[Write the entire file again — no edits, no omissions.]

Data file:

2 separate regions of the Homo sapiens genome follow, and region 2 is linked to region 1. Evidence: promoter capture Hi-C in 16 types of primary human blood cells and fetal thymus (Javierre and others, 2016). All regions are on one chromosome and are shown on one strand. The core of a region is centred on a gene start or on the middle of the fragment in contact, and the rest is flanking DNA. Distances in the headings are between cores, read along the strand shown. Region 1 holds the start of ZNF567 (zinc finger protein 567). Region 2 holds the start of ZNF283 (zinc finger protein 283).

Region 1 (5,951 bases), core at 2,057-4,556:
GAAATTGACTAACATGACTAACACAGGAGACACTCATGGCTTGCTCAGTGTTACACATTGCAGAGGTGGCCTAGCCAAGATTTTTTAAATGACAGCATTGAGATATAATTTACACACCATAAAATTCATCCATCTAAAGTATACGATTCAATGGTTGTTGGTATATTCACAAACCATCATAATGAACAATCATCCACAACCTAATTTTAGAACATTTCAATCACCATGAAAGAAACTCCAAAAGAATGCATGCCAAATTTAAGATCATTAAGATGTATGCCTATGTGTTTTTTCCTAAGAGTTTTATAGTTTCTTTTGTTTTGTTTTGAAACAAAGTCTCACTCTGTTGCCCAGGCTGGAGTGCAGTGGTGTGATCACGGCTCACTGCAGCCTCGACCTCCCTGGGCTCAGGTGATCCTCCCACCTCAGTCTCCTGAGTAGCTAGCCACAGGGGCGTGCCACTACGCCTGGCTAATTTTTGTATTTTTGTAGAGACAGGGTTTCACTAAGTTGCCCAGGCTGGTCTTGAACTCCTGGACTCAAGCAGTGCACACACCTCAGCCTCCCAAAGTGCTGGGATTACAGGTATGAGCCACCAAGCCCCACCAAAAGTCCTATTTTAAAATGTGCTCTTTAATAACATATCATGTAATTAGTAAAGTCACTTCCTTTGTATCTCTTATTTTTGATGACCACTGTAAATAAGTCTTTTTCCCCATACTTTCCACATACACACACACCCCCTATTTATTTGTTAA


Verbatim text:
2 separate regions of the Homo sapiens genome follow, and region 2 is linked to region 1. Evidence: promoter capture Hi-C in 16 types of primary human blood cells and fetal thymus (Javierre and others, 2016). All regions are on one chromosome and are shown on one strand. The core of a region is centred on a gene start or on the middle of the fragment in contact, and the rest is flanking DNA. Distances in the headings are between cores, read along the strand shown. Region 1 holds the start of ZNF567 (zinc finger protein 567). Region 2 holds the start of ZNF283 (zinc finger protein 283).

Region 1 (5,951 bases), core at 2,057-4,556:
GAAATTGACTAACATGACTAACACAGGAGACACTCATGGCTTGCTCAGTGTTACACATTGCAGAGGTGGCCTAGCCAAGATTTTTTAAATGACAGCATTGAGATATAATTTACACACCATAAAATTCATCCATCTAAAGTATACGATTCAATGGTTGTTGGTATATTCACAAACCATCATAATGAACAATCATCCACAACCTAATTTTAGAACATTTCAATCACCATGAAAGAAACTCCAAAAGAATGCATGCCAAATTTAAGATCATTAAGATGTATGCCTATGTGTTTTTTCCTAAGAGTTTTATAGTTTCTTTTGTTTTGTTTTGAAACAAAGTCTCACTCTGTTGCCCAGGCTGGAGTGCAGTGGTGTGATCACGGCTCACTGCAGCCTCGACCTCCCTGGGCTCAGGTGATCCTCCCACCTCAGTCTCCTGAGTAGCTAGCCACAGGGGCGTGCCACTACGCCTGGCTAATTTTTGTATTTTTGTAGAGACAGGGTTTCACTAAGTTGCCCAGGCTGGTCTTGAACTCCTGGACTCAAGCAGTGCACACACCTCAGCCTCCCAAAGTGCTGGGATTACAGGTATGAGCCACCAAGCCCCACCAAAAGTCCTATTTTAAAATGTGCTCTTTAATAACATATCATGTAATTAGTAAAGTCACTTCCTTTGTATCTCTTATTTTTGATGACCACTGTAAATAAGTCTTTTTCCCCATACTTTCCACATACACACACACCCCCTATTTATTTGTTAA